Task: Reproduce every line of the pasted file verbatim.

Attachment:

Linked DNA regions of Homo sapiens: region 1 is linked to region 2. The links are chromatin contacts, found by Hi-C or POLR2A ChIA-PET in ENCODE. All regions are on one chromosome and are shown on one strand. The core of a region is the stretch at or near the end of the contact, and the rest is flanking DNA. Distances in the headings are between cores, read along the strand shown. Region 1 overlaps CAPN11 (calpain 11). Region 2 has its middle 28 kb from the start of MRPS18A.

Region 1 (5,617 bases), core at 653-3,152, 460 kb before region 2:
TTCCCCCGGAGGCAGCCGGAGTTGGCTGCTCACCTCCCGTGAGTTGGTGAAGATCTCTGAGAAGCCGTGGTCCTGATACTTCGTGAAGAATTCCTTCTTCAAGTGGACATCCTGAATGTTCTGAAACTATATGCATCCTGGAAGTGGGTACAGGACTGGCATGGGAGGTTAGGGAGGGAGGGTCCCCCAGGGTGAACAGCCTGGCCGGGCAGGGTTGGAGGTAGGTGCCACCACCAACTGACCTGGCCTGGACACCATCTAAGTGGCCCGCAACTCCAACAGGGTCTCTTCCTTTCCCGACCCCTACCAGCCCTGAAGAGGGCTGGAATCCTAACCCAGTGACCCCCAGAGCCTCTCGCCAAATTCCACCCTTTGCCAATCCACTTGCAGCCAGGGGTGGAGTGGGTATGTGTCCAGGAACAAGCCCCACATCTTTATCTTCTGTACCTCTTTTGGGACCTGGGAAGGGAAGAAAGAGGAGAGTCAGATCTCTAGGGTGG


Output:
Linked DNA regions of Homo sapiens: region 1 is linked to region 2. The links are chromatin contacts, found by Hi-C or POLR2A ChIA-PET in ENCODE. All regions are on one chromosome and are shown on one strand. The core of a region is the stretch at or near the end of the contact, and the rest is flanking DNA. Distances in the headings are between cores, read along the strand shown. Region 1 overlaps CAPN11 (calpain 11). Region 2 has its middle 28 kb from the start of MRPS18A.

Region 1 (5,617 bases), core at 653-3,152, 460 kb before region 2:
TTCCCCCGGAGGCAGCCGGAGTTGGCTGCTCACCTCCCGTGAGTTGGTGAAGATCTCTGAGAAGCCGTGGTCCTGATACTTCGTGAAGAATTCCTTCTTCAAGTGGACATCCTGAATGTTCTGAAACTATATGCATCCTGGAAGTGGGTACAGGACTGGCATGGGAGGTTAGGGAGGGAGGGTCCCCCAGGGTGAACAGCCTGGCCGGGCAGGGTTGGAGGTAGGTGCCACCACCAACTGACCTGGCCTGGACACCATCTAAGTGGCCCGCAACTCCAACAGGGTCTCTTCCTTTCCCGACCCCTACCAGCCCTGAAGAGGGCTGGAATCCTAACCCAGTGACCCCCAGAGCCTCTCGCCAAATTCCACCCTTTGCCAATCCACTTGCAGCCAGGGGTGGAGTGGGTATGTGTCCAGGAACAAGCCCCACATCTTTATCTTCTGTACCTCTTTTGGGACCTGGGAAGGGAAGAAAGAGGAGAGTCAGATCTCTAGGGTGG